The << sign is responsible for redirecting the multi-line string to a stdin stream of a command. It is also known as here-document.

The <<< sign is responsible for redirecting the single string to a stdin stream of a command. It is also known as here-string.

The >& sign is responsible for redirecting and merging both stdout and stderr streams of a command to the file stream.

Redirecting stream is similar to Piping stream but it is used for file stream to stdin or stdout streams.

Redirecting stdout stream of a command to file stream

$ echo "Hello World" > hello.txt

or

$ echo "Hello World" 1> hello.txt

Redirecting stderr stream to file stream

$ something 2> error.txt

/dev/null is a special file which ignores anything put into it.

$ something 2> /dev/null

Appending stdout stream of a command to file stream

$ echo "How is the weather today?" >> hello.txt

or

$ echo "How is the weather today?" 1>> hello.txt

Redirecting file stream to stdin stream of a command

$ cat < hello.txt

Hello World

or

$ echo "Hello World" | cat

Hello World

Redirecting file stream to stdin stream of a command as parameter

$ cat > input.txt <<EOL
kenan
kenanhancer@gmail.com
EOL
$ cat > greeting.sh <<EOL
#!/bin/bash

echo "Enter name"
read name

echo "Enter email"
read email

echo "Your name is $name and email is $email"
EOL
$ . ./greeting.sh < input.txt

Enter name
Enter email
Your name is kenan and email is kenanhancer@gmail.com

Redirecting file stream to stdin stream of a command as parameter and redirecting stdout stream of command to file stream.

$ . ./greeting.sh < input.txt > greetingOutput.txt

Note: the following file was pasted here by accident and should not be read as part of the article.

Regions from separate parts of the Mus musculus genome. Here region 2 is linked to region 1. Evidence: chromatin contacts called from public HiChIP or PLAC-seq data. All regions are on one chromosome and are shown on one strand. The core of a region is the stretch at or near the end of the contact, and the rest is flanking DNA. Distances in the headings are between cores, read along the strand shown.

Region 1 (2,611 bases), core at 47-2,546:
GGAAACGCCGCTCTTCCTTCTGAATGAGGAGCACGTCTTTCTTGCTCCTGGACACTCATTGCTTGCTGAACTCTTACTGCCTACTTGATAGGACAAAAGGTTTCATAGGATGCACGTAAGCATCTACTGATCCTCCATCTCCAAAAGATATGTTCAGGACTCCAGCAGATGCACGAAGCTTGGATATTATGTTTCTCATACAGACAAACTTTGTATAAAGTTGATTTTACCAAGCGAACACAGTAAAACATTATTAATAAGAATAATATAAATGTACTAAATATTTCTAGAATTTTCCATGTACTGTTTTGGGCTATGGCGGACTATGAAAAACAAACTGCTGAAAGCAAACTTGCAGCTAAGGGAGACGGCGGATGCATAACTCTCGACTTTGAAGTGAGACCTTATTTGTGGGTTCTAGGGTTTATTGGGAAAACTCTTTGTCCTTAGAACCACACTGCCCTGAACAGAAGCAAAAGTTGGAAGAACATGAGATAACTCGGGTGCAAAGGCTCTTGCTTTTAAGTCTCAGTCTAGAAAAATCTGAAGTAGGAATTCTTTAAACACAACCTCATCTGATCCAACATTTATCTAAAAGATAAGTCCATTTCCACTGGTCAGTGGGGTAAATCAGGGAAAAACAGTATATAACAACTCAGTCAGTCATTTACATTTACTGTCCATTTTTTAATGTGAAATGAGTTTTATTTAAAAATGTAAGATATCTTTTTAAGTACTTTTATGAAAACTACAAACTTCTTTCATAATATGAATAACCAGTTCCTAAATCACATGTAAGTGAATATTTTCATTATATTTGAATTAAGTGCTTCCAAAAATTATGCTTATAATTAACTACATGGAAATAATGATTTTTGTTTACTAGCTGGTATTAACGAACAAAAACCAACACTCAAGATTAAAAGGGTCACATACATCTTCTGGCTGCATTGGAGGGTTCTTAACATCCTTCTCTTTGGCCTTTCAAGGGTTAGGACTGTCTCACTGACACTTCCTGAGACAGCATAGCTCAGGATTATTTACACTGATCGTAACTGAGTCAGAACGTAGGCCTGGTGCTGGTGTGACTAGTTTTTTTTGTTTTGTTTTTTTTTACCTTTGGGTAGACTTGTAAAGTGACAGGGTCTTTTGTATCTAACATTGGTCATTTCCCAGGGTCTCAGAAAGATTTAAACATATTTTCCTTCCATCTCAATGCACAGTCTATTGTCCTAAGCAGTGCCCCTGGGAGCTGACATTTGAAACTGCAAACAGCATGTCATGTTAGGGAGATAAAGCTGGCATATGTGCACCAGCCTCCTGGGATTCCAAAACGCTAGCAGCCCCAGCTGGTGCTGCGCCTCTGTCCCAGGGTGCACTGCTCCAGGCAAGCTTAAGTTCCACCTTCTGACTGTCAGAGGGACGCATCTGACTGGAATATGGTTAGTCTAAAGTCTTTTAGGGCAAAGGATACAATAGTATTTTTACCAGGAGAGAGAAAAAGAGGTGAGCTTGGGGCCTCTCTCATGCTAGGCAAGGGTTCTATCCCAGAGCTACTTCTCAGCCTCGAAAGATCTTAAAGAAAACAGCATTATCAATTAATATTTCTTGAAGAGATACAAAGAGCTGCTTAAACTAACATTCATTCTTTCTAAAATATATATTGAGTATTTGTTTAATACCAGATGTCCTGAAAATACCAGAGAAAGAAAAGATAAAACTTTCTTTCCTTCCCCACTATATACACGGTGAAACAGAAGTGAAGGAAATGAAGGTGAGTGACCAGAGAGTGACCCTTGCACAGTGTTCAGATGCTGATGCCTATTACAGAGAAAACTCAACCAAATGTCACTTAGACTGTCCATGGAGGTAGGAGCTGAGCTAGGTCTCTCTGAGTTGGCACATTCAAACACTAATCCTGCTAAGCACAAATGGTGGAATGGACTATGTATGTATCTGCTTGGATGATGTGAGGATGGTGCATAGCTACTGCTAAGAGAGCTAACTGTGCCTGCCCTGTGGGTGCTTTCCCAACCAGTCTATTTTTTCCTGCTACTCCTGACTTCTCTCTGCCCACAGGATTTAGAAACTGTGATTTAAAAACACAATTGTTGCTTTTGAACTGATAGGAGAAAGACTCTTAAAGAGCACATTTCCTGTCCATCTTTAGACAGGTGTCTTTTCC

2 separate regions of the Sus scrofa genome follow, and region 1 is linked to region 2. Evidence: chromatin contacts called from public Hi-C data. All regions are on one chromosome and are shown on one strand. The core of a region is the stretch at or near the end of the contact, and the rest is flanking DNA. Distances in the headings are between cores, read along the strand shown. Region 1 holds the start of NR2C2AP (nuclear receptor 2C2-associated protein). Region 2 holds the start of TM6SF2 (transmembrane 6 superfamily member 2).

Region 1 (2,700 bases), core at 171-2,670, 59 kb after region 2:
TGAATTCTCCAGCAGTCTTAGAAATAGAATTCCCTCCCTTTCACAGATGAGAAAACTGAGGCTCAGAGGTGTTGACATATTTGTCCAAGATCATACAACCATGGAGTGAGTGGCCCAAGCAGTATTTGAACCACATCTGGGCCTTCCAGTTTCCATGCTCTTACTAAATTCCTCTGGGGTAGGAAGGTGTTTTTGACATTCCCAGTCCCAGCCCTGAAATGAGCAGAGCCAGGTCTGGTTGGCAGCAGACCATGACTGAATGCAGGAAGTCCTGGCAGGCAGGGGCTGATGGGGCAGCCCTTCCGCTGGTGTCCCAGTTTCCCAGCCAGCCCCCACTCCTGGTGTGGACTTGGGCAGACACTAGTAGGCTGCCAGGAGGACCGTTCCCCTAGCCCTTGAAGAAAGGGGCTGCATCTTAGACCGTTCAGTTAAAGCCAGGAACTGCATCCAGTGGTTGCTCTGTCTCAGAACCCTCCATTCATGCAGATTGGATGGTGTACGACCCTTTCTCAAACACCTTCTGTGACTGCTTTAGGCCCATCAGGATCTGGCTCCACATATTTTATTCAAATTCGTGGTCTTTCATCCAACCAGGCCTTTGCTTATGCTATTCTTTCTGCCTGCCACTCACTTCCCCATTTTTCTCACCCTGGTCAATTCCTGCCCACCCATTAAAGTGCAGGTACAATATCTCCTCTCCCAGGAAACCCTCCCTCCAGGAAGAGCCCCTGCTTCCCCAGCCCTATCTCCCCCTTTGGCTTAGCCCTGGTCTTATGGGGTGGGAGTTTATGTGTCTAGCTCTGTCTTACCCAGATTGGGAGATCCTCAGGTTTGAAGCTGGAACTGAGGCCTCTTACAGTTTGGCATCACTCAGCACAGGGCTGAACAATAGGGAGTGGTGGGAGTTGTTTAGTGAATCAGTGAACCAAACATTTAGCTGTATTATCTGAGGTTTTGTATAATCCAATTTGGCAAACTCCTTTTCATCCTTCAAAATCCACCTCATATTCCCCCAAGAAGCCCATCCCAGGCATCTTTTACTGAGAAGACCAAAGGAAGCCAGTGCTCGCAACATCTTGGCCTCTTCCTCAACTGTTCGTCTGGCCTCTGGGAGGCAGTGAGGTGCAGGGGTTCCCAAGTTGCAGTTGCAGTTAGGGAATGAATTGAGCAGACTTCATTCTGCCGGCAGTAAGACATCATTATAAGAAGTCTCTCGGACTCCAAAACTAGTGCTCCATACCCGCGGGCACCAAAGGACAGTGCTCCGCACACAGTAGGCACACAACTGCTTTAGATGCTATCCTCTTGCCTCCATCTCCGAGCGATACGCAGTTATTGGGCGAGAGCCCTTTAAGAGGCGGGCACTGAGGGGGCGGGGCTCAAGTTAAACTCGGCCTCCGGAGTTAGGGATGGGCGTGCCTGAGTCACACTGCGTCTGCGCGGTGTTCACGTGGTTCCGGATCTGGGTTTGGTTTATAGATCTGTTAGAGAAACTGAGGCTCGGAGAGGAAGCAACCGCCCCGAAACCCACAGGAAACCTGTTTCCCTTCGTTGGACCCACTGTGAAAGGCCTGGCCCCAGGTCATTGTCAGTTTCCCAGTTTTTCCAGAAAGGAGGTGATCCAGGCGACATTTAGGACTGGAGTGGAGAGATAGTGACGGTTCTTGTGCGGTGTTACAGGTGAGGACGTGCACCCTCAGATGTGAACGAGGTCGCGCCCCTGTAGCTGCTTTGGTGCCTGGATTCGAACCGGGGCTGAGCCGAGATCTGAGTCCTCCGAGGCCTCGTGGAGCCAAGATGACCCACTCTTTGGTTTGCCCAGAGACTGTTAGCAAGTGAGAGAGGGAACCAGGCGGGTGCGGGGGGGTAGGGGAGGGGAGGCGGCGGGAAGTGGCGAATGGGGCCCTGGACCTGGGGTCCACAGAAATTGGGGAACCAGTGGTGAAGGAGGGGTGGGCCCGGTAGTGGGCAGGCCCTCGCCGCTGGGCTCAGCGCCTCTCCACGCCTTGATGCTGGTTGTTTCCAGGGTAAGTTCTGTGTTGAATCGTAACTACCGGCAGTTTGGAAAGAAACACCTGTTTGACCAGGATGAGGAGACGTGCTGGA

$ cat greetingOutput.txt

Enter name
Enter email
Your name is kenan and email is kenanhancer@gmail.com

Redirecting stderr and stdout streams to separate file streams

$ echo “hello world” 1> output.txt 2> debug.txt

Some examples

$ ls -l > output.txt
$ wc -l countries.txt > output.txt
$ ls -l >> output.txt
$ wc -l < countries.txt
$ wc -l < countries.txt > output.txt
$ ls -l blabla 2> error.log
$ ls -l blabla >& outputOrError.txt

or

Redirecting stdout stream to file stream and stderr stream to file stream. We redirect to a file stream first then redirect the error stream.

$ ls -l blabla > outputOrError.txt 2>&1
$ ls | head -3 | tail -1 > output.txt

Command Substitution

Command substitution is shown as $() sign.

$ NOW=$(date)
$ echo $NOW

Sun 19 Jun 2022 16:57:16 BST

or

$ echo $(date)

Sun 19 Jun 2022 16:57:16 BST
$ echo "Date is $(date)"

Date is Sun 19 Jun 2022 16:58:02 BST
$ cat <<< "Date is $(date)"

Date is Sun 19 Jun 2022 16:58:02 BST
$ cat <<< $(echo "Date is $(date)")

Date is Sun 19 Jun 2022 16:58:02 BST
$ echo "Date is $(date)" | cat

Date is Sun 19 Jun 2022 16:58:02 BST

Process Substitution

Process substitution is shown as <() sign. Process Substitution writes output in a file and returns that file name.

$ cat <(date)

Sun 19 Jun 2022 16:58:02 BST
$ cat < <(date)

Sun 19 Jun 2022 16:58:02 BST
$ date | cat

Sun 19 Jun 2022 16:58:02 BST
$ echo $(date) | cat

Sun 19 Jun 2022 16:58:02 BST